About a month ago, I talked about getting my child evaluated for attention-deficit/hyperactivity disorder (ADHD). Technically, though, it wasn't a formal evaluation. It was basically a request (or plea, however you want to look at it) for my child's insurance company to foot the bill for ADHD testing. It was supposed to be the first step in getting the help we needed. Unfortunately, the insurance company decided it would also be the last step. They denied our request, even though the doctor thought ADHD testing was warranted. We're right back where we started.
When choosing a topic to write about for "Life with Bob," I usually like to try to pick just the right one, maybe even do some research to see what my readers are asking about on Google. This week, though, I can only think about one thing: my child with attention-deficit/hyperactivity disorder (ADHD) won't listen to me.
Keeping a child mentally healthy can be challenging, especially if your child has a mental illness as mine does. In fact, I think it can be harder than keeping a child physically healthy since keeping the body in shape basically involves a checklist: good diet, check; lots of exercise, check; plenty of water, check; annual checkup, check. A child's mental health, though, can be a bit more complicated.
My child is going through a formal evaluation for his attention-deficit/hyperactivity disorder (ADHD), which means I've answered approximately 506 questions regarding everything from how he acts in school to how I discipline him at home to which daily tasks he can accomplish by himself without being prompted. The doctor also took notes on how I interacted with my son, and by the end of the session, I felt like I had been evaluated as a mother as much as my child had been evaluated for ADHD. I felt insecure and judged.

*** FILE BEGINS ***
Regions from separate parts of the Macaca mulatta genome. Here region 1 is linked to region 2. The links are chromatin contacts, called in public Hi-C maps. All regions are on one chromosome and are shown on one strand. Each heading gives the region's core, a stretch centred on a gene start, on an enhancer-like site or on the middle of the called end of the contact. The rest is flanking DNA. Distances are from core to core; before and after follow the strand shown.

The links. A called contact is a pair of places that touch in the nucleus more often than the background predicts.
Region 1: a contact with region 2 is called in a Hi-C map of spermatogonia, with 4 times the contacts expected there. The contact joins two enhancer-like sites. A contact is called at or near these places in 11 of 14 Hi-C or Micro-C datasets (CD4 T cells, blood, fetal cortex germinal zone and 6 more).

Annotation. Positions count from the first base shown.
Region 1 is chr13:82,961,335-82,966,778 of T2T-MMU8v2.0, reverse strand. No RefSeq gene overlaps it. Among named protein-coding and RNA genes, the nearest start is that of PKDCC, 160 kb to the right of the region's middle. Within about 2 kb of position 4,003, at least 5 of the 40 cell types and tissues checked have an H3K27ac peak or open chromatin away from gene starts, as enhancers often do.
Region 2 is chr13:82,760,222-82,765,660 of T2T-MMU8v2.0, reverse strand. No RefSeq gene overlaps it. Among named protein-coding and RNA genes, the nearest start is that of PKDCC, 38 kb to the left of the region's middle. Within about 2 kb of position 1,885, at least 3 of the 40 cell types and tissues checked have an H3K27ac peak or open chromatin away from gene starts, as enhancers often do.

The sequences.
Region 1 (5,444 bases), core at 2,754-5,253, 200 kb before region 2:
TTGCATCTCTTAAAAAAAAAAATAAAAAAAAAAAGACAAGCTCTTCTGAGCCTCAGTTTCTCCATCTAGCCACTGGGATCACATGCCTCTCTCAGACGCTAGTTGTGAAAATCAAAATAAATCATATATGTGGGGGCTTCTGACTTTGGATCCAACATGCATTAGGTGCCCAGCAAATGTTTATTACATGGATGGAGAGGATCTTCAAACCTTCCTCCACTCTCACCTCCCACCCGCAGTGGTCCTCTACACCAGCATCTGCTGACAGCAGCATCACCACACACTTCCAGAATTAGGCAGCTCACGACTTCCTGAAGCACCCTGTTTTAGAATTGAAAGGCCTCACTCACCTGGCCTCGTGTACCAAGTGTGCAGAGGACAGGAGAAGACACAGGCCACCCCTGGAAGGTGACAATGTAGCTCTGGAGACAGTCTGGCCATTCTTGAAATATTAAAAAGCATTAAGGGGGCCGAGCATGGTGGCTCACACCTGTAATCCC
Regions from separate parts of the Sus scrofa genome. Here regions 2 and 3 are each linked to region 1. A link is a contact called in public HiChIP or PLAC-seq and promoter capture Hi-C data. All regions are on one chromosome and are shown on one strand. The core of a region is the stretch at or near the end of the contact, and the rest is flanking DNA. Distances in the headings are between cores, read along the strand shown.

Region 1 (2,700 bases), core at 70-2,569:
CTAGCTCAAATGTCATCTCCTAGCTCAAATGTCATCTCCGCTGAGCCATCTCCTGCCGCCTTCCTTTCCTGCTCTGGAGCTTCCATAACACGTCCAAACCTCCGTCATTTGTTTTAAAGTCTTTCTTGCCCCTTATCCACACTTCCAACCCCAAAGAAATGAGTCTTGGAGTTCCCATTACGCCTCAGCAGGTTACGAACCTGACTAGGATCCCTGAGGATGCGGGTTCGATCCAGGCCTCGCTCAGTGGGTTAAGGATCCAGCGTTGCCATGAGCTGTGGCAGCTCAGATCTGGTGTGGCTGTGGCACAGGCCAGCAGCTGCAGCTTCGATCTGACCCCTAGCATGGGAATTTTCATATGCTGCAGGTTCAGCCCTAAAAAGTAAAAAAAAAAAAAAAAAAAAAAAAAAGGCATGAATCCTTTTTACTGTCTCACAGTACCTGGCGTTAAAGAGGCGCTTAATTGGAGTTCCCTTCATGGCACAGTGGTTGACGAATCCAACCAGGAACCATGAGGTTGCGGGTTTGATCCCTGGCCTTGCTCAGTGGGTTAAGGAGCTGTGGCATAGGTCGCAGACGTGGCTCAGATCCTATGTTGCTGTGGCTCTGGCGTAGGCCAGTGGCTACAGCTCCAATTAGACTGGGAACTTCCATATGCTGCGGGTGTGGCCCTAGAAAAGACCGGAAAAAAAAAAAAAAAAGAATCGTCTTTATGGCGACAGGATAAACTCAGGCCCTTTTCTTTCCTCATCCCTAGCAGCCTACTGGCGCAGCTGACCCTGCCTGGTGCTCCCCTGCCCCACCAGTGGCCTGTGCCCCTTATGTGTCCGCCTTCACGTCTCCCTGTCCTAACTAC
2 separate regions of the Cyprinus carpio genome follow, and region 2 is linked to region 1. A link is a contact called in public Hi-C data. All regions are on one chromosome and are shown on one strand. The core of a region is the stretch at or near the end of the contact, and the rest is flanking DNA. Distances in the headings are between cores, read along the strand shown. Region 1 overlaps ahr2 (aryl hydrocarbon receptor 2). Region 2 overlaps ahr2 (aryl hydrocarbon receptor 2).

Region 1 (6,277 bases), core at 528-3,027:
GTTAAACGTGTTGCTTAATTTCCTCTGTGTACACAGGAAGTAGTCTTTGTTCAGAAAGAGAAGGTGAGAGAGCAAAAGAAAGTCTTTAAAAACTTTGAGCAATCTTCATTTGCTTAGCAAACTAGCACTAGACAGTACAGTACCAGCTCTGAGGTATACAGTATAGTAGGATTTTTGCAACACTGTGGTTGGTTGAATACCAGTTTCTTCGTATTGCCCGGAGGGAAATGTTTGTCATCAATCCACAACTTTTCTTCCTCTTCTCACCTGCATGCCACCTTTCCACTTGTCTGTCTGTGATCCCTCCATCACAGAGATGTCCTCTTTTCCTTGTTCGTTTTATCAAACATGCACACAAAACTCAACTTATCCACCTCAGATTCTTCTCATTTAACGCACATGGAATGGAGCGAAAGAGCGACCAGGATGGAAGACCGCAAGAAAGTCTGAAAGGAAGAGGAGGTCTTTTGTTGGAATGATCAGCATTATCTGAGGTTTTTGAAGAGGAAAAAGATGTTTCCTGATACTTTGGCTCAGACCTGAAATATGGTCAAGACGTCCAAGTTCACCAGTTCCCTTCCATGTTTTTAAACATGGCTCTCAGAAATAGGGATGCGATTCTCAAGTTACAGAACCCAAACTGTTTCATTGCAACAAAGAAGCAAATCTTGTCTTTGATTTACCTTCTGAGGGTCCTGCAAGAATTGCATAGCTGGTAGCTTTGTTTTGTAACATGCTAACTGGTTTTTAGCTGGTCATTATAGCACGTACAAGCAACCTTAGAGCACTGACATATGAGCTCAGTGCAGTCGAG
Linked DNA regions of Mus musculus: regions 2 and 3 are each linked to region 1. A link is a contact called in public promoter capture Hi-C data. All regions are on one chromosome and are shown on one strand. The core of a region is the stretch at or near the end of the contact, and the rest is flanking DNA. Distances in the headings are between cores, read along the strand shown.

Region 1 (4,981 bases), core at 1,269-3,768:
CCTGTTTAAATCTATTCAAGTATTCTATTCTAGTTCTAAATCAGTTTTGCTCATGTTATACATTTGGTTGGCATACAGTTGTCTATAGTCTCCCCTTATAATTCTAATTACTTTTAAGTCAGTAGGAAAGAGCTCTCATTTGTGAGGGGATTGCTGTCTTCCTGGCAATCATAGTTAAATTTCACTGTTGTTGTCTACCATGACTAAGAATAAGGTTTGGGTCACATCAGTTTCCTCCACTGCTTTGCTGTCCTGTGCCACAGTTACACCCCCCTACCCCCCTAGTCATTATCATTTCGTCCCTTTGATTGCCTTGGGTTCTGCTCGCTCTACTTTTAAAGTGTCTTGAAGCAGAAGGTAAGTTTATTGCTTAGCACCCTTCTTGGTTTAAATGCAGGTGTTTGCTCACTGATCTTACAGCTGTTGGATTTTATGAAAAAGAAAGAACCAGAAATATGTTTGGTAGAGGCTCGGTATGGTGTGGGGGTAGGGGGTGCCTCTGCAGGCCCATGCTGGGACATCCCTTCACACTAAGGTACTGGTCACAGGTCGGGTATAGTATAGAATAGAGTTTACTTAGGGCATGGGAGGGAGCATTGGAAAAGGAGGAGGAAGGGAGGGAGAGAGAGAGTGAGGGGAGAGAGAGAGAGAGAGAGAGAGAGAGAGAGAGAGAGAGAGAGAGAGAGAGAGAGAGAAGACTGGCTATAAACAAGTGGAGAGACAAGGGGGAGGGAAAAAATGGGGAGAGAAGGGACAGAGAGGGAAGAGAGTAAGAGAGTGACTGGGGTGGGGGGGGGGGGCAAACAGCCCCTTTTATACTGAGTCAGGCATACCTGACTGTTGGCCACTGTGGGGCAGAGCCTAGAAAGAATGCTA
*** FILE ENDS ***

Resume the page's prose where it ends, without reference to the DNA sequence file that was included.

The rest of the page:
In the middle of some of the hectic days I've had with my child and his attention-deficit/hyperactivity disorder (ADHD), I've often wondered: what causes mental illness in children, and what does that mean for me as a mother?
My son Bob began talk therapy at age eight after he knocked over a heavy wrought-iron barstool that ripped the back of my upholstered couch as it fell. Next he went upstairs and slammed the door to his room, putting a hole in the wall. Bob's behavior got worse despite my best parenting efforts. He was a sweet kid, but his moods changed rapidly, resulting in damage and destruction. I didn't know what to do, so I asked one of my mom friends for a referral.
My most recent post asked if a parent and child should see the same psychiatrist. The consensus was a resounding "NO." (Honestly, can't you people make anything easy?) Admittedly, upon giving the situation further thought, I'd rather preserve my flawless appearance with Bob's psychiatrist and let someone else be privy to my hot-messiness. And so the search begins. (Sigh.)
I've been shopping for a new psychiatrist for my chronic severe depression and anxiety, and I think I've found a good one. Female, office nearby, personable, good reputation, and covered by my insurance. There's just one possible snag--she's already seeing my son.
This time of year, I am always reminded of the first half of 2008--the year I admitted Bob to inpatient psychiatric treatment not once, but twice. I suppose it's because this is the same time of year, or because it's the season when Bob experiences more manic-type symptoms. Apparently, it's on Bob's mind, too.
Ongoing Problems Lead to a Second Inpatient Hospitalization My recent posts have described my experiences with Bob and inpatient psychiatric treatment. I'm not sure why I'm revisiting that experience now, other than Bob's currently doing relatively well and I don't think I've previously detailed his hospitalizations here. Reading my own words, I'm amazed at how far we've come--and worried about the future.